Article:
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Sullivan beats Mayencourt for Liberal nomination

Former mayor confident party can hold Vancouver-False Creek

Sam Sullivan talks to reporters after winning the Liberal nomination in Vancouver-False Creek, Feb 20.

Former Vancouver mayor Sam Sullivan defeated former Vancouver Burrard MLA Lorne Mayencourt Feb 20 to become the BC Liberal Party candidate for Vancouver-False Creek.

Sullivan took 273 votes in riding association balloting to Mayencourt’s 202. Third-place finisher Brian Fixter won 40 votes.

A provincial general election is expected to take place May 14.

Sullivan will now face NDP candidate Matt Toner and Green Party candidate Daniel Tseghay in a contest to represent Vancouver-False Creek in the BC legislature.

Sullivan told reporters he took no joy in beating Mayencourt, who is an ardent supporter of Premier Christy Clark. But he’s confident he can hold the riding currently held by Liberal MLA Mary McNeil, who has announced she will not seek reelection. “I think we can do it,” Sullivan says.

Though Sullivan beat Clark for the Non-Partisan Association’s nomination to run for mayor on its municipal slate in 2005, he doesn’t believe that that win will be a barrier to a good working relationship with the premier in this election race.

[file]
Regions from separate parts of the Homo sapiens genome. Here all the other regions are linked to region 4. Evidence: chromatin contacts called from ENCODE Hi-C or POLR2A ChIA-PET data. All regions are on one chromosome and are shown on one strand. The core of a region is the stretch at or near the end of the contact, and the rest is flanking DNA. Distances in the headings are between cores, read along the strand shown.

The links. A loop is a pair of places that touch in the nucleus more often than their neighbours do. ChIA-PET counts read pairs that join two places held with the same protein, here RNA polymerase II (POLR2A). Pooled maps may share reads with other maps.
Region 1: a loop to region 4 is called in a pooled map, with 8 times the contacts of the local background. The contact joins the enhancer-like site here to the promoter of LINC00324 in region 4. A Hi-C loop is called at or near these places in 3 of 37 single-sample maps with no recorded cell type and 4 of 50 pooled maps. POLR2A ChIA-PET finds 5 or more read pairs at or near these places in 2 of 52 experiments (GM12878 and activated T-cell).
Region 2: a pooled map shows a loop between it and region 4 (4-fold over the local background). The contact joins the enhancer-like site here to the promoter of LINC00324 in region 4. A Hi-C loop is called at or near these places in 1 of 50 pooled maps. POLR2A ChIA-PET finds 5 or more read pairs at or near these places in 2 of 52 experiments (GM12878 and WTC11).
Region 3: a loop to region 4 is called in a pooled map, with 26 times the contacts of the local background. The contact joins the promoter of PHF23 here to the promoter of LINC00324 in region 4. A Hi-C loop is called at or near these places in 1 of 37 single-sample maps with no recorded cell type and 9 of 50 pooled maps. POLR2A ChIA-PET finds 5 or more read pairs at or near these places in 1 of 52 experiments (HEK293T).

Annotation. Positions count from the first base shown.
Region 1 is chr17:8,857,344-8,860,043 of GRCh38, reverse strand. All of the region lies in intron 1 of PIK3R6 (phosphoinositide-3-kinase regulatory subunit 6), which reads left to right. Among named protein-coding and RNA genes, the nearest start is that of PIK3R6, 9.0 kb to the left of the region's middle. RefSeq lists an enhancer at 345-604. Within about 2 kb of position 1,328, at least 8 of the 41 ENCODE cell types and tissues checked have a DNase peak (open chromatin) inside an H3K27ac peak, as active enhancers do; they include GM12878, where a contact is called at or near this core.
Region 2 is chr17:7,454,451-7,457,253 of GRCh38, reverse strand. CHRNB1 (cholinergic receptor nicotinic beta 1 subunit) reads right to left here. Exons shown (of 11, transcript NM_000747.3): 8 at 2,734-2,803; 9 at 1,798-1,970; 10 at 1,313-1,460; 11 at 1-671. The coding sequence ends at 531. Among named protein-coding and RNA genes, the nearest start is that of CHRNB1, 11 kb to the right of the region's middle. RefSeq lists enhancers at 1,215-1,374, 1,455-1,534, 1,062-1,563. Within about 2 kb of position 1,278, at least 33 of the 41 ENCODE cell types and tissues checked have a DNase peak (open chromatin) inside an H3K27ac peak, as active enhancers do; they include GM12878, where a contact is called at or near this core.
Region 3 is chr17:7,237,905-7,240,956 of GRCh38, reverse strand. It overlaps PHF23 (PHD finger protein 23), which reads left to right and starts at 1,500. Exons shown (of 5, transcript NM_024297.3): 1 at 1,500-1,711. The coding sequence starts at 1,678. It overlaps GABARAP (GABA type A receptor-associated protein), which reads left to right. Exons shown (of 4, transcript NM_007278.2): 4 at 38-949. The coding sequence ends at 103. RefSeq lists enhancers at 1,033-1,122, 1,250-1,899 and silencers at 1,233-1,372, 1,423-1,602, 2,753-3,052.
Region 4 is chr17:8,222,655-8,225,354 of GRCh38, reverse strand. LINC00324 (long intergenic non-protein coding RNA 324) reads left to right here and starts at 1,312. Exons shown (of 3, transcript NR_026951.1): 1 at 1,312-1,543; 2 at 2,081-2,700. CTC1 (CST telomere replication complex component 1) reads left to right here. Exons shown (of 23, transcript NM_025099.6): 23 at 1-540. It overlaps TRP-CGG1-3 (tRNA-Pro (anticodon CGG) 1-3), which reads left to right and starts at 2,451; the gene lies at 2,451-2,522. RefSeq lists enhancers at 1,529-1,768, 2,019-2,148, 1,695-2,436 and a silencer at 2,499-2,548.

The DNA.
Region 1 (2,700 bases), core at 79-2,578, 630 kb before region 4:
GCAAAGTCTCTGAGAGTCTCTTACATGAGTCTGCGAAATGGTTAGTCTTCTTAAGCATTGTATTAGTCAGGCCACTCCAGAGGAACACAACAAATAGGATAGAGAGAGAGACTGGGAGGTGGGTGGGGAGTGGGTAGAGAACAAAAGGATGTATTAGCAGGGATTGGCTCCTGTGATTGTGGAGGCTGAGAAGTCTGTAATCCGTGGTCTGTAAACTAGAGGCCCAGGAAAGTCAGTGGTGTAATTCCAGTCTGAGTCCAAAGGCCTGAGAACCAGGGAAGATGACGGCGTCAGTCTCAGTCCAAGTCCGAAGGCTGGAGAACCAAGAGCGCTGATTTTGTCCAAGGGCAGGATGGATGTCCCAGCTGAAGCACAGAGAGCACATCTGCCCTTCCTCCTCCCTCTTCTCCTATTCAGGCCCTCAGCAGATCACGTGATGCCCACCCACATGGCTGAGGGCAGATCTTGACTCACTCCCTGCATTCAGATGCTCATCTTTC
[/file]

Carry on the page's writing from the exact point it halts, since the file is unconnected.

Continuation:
“One day you’re enemies; the next day you’re friends,” he says.

The former mayor says it’s important to have strong support for the arts and for entrepreneurs in the riding. “We need to provide the best cultural environment,” he says.

When Sullivan’s win was announced after the riding association vote, a loud cheer went up from the crowd, including its significant queer presence.

“I think Sam holds the values that are important to the people of False Creek,” supporter Andrew Benson tells Xtra. “He’s the kind of candidate that doesn’t run on partisanship.

“He can have right-leaning views, and he can be quite progressive,” Benson says, citing Sullivan’s past stances on development and addiction issues.

Benson believes that Sullivan carries no negative baggage when it comes to the queer community and that he’s open to listening to everyone’s needs. “He is very good at bringing a party together, which is something that the BC Liberals need right now,” he says.

Sullivan calls Toner an “unknown” in politics. “I’m looking forward to debating him,” he says.

Toner too is looking forward to the race. “You put two Irish guys in the room, you’ve got a good fight,” he says.

Toner predicts voters will remember Sullivan’s track record on issues such as the Olympic legacy around housing in False Creek. “He’s kind of a divisive figure.”